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However, all of this has been called into question following the revelation that ExpressVPN Chief Information Officer Daniel Gericke previously worked as a hacker-for-hire at DarkMatter—a cybersecurity firm based in the United Arab Emirates. Between 2016 and 2019, Gericke helped to hack systems and devices all over the world as part of “ Project Raven ,” a secretive operation designed to help the UAE monarchy track and surveil critics of its regime, including activists, journalists, and some individuals based in the U.S.


Gericke and two other former U.S. intelligence operatives recently faced federal charges for their involvement in “Raven” but managed to reach deferred prosecution agreements with the government, allowing them to pay fines to avoid jail-time, while also agreeing to certain terms.

If the idea of an ex-spy helping a Middle Eastern government hack U.S. computers is disturbing to you, don’t worry—you’re not alone. T he news of Gericke’s employment with the company has rightfully startled customers of ExpressVPN and led to a torrent of online criticism . Express initially tried to quell concerns about their executive’s ties to “Raven” by weirdly admitting that they knew “key facts” ab out his prior employment when they hired him and were pretty much fine with it. This strategy didn’t really pan out for them. They subsequently published a more extensive statement , noting that they did “not condone” Project Raven” as the “surveillance it represents is completely antithetical to our mission.” They also promised to increase third-party audits as a method to sustain compliance with their own privacy policy .


However, in their remarks, the company ultimately stuck by Gericke. The company explained it like this:

Some may ask: How could we willingly invite someone with Daniel’s past into our midst? For us, the answer is clear: We are protecting our customers.

To do that job effectively—to do it, as we believe, better than anyone else in our industry—requires harnessing all the firepower of our adversaries. The best goalkeepers are the ones trained by the best strikers. Someone steeped and seasoned in offense, as Daniel is, can offer insights into defense that are difficult, if not impossible, to come by elsewhere. That’s why there is a well-established precedent of companies in cybersecurity hiring talent from military or intelligence backgrounds.


Whether you buy this argument or not, it could be argued that once that seasoned veteran winds up in federal court, things might have to be reassessed a little. Reuters reports that he is still employed with the company.

Ultimately, these calming words do not seem to have soothed everybody. Not only are the company’s customers riled up, but so are its employees. At a recent virtual meeting, ExpressVPN employees apparently aired their grievances about the recent turn of events, not pausing to mince words.


“This episode has eroded consumer’s trust in our brand, regardless of the facts. How do we intend to rebuild our reputation?” said one.

“To find out such news of the people we work closely with everyday through an online article was absolutely distasteful. Why weren’t we given a heads up? Isn’t transparency and respect our core values?” another person reportedly asked .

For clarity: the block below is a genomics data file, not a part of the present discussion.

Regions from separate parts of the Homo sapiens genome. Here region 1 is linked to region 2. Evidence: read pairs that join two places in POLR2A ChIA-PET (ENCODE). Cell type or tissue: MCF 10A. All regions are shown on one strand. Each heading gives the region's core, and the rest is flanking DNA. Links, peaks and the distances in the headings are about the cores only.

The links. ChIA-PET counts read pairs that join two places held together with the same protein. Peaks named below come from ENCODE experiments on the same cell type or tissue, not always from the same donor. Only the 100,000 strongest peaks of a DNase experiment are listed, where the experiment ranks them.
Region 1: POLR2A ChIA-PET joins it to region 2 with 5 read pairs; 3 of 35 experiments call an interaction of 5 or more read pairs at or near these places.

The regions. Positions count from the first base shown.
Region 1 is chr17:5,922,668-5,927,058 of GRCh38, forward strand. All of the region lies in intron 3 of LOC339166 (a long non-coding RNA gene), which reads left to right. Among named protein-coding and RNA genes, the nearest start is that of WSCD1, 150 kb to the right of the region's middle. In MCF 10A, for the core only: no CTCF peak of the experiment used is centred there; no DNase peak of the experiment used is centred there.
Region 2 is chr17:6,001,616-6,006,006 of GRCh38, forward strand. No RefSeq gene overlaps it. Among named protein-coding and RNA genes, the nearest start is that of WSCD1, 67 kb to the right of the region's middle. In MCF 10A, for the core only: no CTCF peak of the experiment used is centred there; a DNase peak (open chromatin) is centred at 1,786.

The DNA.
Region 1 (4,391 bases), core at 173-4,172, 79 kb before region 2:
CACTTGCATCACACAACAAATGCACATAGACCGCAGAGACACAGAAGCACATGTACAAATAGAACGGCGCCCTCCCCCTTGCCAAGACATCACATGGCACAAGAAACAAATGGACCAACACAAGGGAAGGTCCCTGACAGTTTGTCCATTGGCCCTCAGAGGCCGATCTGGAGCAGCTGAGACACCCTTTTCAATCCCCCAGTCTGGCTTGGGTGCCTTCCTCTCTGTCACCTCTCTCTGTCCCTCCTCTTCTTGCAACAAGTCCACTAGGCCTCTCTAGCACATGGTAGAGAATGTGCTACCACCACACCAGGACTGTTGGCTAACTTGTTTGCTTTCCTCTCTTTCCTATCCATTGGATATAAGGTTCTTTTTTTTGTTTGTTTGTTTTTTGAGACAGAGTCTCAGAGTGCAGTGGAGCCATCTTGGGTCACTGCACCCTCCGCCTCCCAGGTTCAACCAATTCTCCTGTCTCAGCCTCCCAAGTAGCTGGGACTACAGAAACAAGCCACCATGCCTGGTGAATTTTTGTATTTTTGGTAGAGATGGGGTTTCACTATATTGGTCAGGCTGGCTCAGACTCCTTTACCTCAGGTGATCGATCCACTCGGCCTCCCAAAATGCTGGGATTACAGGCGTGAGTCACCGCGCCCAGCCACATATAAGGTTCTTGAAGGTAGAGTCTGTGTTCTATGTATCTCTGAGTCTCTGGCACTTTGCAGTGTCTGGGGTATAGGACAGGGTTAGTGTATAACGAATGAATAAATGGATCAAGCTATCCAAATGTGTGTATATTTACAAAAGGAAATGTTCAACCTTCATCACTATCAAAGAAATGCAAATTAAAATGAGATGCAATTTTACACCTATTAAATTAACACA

Other recent events have caused some to question ExpressVPN’s direction. The company was recently purchased by Kape Technologies, an Israeli technology firm with a controversial past . Formerly known as CrossRider, the company was renamed in 2018 after it got a little too much publicity for, as CNET recently put it , being the “notorious creator of some pernicious data-huffing ad-ware.” Since then, it has been on an apparent rebranding effort accompanied by a privacy product buying spree . In recent years, the firm has procured the VPNs CyberGhost, Zenmate, and Private Internet Access, and purchased ExpressVPN for $936 million earlier this month.

Some of the key figures associated with Kape have also raised eyebrows. A majority share of the company is owned by Teddy Sagi, an Israeli billionaire who, in the 1990s, pled guilty to charges related to bribery and market manipulation and subsequently spent a short stint behind bars. Businesses connected to Sagi were also unearthed in the Panama Papers , the multi-terabyte leak which showed the intricate network of shell companies and tax havens used by world leaders and businesses. The company’s previous CEO and co-founder, Koby Menachemi, is also an Israeli ex-intelligence officer who served in Unit 8200 , the notorious cyber (read: hacking) wing of the Israel Defense Forces. Menachemi left the company in 2016.


At the very least, ExpressVPN owes its users a more extensive transparency report on why it hired Gericke. However, given everything that’s come out, it’s probably not out of the question for some customers to up and quit the company’s services altogether.

When you consider the prominence of ExpressVPN, the episode also raises questions about just how secure the VPN industry is overall: How common is it for those on the furthest, flintiest edges of the surveillance industry to turn around and work for companies dedicated to protecting privacy? While you would like to hope the answer is “not very common,” the largely unregulated, walled-off nature of the privacy industry makes it impossible to tell. We reached out to ExpressVPN for comment and will update this story if they get back to us.